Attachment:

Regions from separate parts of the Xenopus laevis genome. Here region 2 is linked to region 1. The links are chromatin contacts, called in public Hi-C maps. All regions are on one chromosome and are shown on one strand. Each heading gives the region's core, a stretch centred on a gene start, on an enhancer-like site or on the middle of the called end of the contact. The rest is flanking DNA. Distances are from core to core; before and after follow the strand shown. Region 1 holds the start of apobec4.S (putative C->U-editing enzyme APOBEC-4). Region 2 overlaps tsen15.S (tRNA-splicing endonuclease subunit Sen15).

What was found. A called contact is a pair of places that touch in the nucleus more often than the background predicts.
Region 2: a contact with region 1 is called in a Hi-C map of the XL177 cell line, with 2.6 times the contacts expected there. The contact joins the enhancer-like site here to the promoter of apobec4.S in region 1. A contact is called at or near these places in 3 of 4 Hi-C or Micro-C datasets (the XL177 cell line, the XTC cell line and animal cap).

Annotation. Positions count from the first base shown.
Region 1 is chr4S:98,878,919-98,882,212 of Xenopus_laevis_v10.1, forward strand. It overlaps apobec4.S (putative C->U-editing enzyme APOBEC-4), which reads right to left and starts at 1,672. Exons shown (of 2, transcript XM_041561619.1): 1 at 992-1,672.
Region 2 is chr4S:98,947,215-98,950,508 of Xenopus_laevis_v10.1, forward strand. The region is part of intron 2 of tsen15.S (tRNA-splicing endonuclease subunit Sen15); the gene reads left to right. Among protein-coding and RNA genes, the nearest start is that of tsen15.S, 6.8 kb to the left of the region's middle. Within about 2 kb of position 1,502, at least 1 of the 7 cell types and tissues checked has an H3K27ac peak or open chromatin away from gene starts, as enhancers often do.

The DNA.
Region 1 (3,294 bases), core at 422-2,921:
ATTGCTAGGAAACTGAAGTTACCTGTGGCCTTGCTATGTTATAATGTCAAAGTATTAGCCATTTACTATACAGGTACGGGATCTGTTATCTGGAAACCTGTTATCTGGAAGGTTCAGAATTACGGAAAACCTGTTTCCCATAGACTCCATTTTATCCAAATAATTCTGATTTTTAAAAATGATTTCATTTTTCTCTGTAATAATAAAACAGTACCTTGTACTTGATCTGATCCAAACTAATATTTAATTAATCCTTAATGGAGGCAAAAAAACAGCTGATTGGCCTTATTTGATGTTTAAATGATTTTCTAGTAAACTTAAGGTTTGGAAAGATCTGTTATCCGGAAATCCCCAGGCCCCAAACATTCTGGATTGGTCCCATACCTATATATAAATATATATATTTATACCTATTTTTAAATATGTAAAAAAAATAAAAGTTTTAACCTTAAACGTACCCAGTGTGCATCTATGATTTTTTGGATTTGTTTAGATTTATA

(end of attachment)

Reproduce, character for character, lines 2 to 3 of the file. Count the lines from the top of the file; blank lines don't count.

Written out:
What was found. A called contact is a pair of places that touch in the nucleus more often than the background predicts.
Region 2: a contact with region 1 is called in a Hi-C map of the XL177 cell line, with 2.6 times the contacts expected there. The contact joins the enhancer-like site here to the promoter of apobec4.S in region 1. A contact is called at or near these places in 3 of 4 Hi-C or Micro-C datasets (the XL177 cell line, the XTC cell line and animal cap).